“My life revolves around when I can eat the foods that work for me.”
“I don’t think my teen can go to birthday parties because he won’t eat pizza!”
“How is my teen going to go on dates when she only eats chicken fingers and mac-n-cheese?!”
“We can’t go to a nice restaurant without worrying if my daughter will be able to eat anything?”
If you’ve said this or something similar about your child, you’re not alone.
What is ARFID?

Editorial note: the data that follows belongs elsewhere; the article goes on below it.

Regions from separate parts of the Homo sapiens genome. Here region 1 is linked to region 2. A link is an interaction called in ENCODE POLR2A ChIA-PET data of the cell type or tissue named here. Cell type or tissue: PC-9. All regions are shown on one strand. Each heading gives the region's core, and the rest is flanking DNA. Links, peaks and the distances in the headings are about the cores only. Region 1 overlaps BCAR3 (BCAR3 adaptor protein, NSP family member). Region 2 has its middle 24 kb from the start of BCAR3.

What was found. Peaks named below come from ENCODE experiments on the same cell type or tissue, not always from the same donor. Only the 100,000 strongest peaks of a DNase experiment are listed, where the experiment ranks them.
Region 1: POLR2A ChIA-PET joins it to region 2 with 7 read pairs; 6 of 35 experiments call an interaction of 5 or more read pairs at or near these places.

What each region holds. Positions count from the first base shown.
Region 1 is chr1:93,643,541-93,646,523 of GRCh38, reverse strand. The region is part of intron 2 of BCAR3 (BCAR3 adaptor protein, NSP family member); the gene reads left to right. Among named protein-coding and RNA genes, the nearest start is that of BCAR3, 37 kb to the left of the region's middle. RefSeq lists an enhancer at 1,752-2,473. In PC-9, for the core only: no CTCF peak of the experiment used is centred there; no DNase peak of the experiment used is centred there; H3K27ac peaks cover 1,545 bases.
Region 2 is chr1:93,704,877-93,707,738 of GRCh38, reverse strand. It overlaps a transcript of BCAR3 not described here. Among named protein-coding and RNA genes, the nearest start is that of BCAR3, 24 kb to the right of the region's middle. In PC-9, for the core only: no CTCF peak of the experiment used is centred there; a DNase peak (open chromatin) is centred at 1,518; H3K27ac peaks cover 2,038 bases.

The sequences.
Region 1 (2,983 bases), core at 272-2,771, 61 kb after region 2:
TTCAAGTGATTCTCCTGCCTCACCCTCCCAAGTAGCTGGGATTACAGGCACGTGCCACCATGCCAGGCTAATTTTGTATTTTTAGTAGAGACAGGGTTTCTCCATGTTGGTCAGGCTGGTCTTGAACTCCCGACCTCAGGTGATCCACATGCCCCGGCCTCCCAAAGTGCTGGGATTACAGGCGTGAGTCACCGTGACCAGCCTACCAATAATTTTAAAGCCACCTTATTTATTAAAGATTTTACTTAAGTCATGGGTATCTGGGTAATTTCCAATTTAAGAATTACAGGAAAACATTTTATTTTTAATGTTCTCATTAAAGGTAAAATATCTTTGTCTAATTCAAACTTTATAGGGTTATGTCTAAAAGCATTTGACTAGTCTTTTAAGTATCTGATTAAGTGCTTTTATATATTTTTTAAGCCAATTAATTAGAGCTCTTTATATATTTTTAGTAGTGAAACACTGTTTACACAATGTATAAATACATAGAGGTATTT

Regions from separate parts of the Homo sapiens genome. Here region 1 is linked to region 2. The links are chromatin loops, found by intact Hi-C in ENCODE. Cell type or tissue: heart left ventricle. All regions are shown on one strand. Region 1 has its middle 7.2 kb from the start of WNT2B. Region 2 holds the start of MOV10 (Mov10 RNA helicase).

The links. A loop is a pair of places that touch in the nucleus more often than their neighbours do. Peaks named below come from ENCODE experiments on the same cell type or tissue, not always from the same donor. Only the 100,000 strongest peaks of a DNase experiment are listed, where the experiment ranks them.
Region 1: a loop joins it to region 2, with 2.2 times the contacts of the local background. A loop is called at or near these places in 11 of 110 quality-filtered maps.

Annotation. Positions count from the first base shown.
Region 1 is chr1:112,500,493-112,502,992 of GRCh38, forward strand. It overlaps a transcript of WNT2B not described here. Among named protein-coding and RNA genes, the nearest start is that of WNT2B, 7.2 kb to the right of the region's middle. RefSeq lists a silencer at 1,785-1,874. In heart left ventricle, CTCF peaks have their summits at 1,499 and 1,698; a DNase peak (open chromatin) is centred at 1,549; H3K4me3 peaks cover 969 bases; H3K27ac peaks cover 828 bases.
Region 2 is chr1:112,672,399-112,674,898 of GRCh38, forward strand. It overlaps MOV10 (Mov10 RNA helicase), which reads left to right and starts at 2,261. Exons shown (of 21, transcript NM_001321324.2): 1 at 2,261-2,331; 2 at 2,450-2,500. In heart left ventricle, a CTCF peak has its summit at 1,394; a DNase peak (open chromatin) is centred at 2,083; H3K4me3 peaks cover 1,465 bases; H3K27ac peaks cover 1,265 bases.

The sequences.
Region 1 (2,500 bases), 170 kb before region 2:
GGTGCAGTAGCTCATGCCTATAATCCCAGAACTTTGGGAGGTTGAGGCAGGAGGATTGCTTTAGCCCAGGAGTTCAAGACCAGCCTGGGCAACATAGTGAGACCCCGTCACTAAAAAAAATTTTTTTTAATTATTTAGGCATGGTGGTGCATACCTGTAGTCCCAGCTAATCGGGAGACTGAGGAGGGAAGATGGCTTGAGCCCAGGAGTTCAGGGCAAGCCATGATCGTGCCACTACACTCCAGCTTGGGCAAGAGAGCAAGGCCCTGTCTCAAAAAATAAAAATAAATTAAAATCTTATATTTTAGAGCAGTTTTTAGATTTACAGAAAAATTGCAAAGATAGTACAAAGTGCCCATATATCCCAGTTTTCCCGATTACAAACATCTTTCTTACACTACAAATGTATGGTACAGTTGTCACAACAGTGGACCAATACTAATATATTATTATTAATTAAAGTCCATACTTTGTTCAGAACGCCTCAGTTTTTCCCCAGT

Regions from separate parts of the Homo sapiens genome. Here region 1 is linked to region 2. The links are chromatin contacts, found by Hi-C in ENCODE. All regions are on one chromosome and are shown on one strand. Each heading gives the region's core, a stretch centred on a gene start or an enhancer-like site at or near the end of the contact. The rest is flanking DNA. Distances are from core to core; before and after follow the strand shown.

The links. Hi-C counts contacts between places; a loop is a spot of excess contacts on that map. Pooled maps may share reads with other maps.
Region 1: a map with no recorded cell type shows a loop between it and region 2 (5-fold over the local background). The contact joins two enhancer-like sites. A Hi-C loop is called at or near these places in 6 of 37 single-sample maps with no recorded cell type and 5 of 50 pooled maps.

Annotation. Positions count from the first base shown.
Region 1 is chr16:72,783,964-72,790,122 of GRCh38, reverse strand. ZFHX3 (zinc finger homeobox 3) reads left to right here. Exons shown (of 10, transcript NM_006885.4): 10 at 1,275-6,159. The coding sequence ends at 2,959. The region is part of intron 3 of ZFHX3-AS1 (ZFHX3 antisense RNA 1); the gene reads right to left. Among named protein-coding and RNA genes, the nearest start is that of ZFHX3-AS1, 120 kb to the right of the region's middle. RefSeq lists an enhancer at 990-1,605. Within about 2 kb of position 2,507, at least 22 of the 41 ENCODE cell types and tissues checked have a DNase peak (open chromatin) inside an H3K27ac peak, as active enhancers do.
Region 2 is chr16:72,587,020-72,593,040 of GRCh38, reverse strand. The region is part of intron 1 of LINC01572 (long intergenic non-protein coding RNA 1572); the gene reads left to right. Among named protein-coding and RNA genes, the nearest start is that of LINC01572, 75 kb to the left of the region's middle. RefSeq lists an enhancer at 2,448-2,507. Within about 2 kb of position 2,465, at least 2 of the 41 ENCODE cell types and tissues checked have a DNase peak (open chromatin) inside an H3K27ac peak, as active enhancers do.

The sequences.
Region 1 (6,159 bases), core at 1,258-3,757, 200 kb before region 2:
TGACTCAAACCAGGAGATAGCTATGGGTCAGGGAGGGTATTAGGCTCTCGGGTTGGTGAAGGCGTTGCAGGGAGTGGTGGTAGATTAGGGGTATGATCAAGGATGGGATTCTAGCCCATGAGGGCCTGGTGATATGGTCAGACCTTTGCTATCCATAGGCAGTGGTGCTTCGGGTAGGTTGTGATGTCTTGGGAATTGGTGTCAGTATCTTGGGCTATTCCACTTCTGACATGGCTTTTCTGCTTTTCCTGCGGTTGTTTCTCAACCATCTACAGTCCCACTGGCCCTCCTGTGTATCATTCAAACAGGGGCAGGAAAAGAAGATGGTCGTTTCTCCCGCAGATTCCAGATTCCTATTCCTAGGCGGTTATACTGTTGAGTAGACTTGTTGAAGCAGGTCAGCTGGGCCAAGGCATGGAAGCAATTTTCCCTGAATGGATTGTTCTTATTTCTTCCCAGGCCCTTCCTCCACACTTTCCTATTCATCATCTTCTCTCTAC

Over the past few years, a new diagnosis in the DSM-V, called avoidant restrictive food intake disorder (ARFID), has become more well known. This disorder can often be confused with “picky” or “selective” eating. ARFID is a restrictive eating disorder characterized by the limitation of food intake, but unlike anorexia nervosa, individuals with ARFID do not experience body image distress. There is also not a fear of weight gain involved. This disorder often goes undetected, yet ARFID can lead to intense social distress because individuals with ARFID may not prefer to eat with other people or they may take a long time to consume a meal.